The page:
Facebook bans blackface and anti-Semitic stereotypes in hate speech update
Illustration by Alex Castro / The Verge
Facebook has expanded its ban on racist writings and imagery, with new rules specifically prohibiting depictions of blackface and statements or images suggesting that Jewish people control the world or major institutions. Facebook already has a broad ban on hate speech, but the company also maintains a detailed list of prohibited language (like comparing a group of people to “insects”) and protected characteristics (like physical appearance) to tell users what isn’t allowed.
“This type of content has always gone against the spirit of our hate speech policies,” Monika Bickert, Facebook’s head of policy management, said on a call with reporters this afternoon. But it can be difficult for reviewers around the world to identify hate speech without these explicit examples, Bickert said.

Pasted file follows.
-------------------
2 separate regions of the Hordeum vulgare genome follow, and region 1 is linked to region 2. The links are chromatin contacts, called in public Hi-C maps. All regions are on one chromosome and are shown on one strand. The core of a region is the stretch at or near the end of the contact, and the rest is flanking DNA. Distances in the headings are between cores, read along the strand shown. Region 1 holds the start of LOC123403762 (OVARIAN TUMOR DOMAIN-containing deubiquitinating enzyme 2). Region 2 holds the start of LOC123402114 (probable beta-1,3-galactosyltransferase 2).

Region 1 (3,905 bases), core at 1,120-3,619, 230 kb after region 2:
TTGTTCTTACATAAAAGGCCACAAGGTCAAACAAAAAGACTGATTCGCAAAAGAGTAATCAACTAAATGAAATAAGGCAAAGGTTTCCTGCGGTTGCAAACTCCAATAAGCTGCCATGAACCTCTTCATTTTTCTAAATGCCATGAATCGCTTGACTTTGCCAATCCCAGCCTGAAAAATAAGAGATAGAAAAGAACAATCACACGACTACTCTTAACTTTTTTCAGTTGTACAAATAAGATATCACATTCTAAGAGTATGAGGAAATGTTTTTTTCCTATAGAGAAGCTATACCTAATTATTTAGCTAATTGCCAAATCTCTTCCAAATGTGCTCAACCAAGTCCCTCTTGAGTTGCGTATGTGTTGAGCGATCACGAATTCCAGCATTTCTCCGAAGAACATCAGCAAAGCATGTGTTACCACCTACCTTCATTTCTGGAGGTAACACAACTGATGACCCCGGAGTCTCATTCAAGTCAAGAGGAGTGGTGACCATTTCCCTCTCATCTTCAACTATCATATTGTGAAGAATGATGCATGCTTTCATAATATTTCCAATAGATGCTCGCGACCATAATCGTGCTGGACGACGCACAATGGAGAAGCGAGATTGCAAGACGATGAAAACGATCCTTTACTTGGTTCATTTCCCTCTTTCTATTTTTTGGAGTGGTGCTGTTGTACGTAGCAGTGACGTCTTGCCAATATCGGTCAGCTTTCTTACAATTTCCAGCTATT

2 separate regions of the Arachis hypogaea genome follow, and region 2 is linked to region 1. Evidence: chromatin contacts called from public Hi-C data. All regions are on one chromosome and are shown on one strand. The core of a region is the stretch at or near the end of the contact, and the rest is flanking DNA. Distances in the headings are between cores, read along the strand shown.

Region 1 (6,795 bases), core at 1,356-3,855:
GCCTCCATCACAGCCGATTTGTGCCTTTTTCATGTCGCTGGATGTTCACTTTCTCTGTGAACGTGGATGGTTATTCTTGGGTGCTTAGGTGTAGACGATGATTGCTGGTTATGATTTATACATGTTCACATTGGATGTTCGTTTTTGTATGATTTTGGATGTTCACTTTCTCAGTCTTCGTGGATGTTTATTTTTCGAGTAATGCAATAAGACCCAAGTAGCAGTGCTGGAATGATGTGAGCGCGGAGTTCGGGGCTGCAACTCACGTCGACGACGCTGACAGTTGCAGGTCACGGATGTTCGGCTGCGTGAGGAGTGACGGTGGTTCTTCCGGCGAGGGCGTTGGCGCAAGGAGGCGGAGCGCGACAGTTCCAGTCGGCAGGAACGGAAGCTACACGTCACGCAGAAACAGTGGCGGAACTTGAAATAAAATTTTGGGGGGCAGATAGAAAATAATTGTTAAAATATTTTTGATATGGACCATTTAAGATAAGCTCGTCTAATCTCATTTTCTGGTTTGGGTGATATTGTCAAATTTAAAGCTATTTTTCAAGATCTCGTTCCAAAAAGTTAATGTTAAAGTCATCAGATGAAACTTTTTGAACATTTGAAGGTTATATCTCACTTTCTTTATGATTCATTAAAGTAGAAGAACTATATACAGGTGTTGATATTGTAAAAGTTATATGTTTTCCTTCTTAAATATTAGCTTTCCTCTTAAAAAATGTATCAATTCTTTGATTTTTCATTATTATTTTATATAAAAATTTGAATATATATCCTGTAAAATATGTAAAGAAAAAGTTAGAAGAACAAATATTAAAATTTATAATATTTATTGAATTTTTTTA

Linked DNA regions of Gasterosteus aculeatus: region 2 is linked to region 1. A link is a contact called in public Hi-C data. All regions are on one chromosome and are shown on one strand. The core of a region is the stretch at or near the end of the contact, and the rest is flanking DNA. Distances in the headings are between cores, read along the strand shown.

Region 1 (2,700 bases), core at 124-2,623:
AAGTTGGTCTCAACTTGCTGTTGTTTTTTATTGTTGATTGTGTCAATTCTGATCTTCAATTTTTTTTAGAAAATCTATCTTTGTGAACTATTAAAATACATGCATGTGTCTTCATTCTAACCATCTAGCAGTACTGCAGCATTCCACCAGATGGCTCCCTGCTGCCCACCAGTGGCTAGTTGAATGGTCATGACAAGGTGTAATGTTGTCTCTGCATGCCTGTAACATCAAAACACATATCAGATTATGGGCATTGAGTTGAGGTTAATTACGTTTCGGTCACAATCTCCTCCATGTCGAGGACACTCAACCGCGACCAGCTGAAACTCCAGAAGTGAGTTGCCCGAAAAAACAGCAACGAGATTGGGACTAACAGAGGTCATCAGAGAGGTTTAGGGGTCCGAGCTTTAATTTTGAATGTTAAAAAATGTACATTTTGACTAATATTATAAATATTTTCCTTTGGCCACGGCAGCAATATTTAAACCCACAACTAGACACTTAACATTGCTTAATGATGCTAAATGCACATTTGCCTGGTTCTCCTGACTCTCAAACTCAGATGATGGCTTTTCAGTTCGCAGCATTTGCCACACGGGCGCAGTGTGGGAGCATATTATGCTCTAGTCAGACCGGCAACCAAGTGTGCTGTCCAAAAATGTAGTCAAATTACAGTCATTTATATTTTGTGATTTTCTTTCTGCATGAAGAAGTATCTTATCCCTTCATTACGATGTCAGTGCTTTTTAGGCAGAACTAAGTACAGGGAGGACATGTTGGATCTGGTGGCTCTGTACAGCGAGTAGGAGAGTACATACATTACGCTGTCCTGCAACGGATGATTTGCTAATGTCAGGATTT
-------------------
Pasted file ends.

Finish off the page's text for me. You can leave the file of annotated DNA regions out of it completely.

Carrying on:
While Facebook has long banned hate speech, the company’s moderation rules have at times led to some troubling results. In 2017, ProPublica reported on how Facebook’s rules offered protections for “white men” but not “Black children” due to how the company interpreted subsets of protected classes. The company says it has now established teams inside both Instagram and Facebook to help the products feel “fair and inclusive.”
“We’ve made progress combating hate on our apps, but we know we have more to do to ensure everyone feels comfortable using our services,” Guy Rosen, Facebook’s VP of integrity, writes in a blog post.
Today’s policy update came alongside the release of Facebook’s sixth Community Standards Enforcement Report. As part of the report, the company revealed that it removed more than 7 million pieces of “harmful” coronavirus misinformation on Facebook and Instagram between April and June. That includes posts about fake cures or preventive measures. The company also put warning labels on 98 million pieces of misinformation about coronavirus that didn’t rise to the level of a ban.